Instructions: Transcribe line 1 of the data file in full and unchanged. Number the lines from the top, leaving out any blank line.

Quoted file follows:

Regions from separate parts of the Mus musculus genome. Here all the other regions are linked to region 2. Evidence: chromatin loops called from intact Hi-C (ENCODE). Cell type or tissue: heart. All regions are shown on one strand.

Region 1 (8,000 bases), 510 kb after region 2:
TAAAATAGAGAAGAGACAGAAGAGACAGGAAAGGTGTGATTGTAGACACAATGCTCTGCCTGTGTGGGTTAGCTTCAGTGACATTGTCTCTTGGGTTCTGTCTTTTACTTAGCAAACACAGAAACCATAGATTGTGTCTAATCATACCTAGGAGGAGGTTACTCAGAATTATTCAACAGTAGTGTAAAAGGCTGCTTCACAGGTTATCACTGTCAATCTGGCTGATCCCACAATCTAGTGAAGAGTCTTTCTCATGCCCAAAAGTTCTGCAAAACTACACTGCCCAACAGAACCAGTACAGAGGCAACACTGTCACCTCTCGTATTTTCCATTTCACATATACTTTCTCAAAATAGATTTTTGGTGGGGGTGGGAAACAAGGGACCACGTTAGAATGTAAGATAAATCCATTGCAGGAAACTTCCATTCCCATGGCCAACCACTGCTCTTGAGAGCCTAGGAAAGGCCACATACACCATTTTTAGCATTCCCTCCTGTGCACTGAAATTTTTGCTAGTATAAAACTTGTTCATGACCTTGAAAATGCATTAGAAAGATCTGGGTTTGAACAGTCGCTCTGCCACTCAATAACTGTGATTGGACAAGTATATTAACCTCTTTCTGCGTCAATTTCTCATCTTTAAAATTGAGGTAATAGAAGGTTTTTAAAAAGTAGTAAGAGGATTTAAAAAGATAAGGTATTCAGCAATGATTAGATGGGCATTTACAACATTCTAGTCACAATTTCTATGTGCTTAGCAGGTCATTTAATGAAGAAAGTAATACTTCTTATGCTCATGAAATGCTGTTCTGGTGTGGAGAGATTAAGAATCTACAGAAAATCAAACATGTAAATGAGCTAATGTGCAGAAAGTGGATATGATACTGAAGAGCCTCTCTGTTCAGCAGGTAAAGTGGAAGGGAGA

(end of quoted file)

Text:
Regions from separate parts of the Mus musculus genome. Here all the other regions are linked to region 2. Evidence: chromatin loops called from intact Hi-C (ENCODE). Cell type or tissue: heart. All regions are shown on one strand.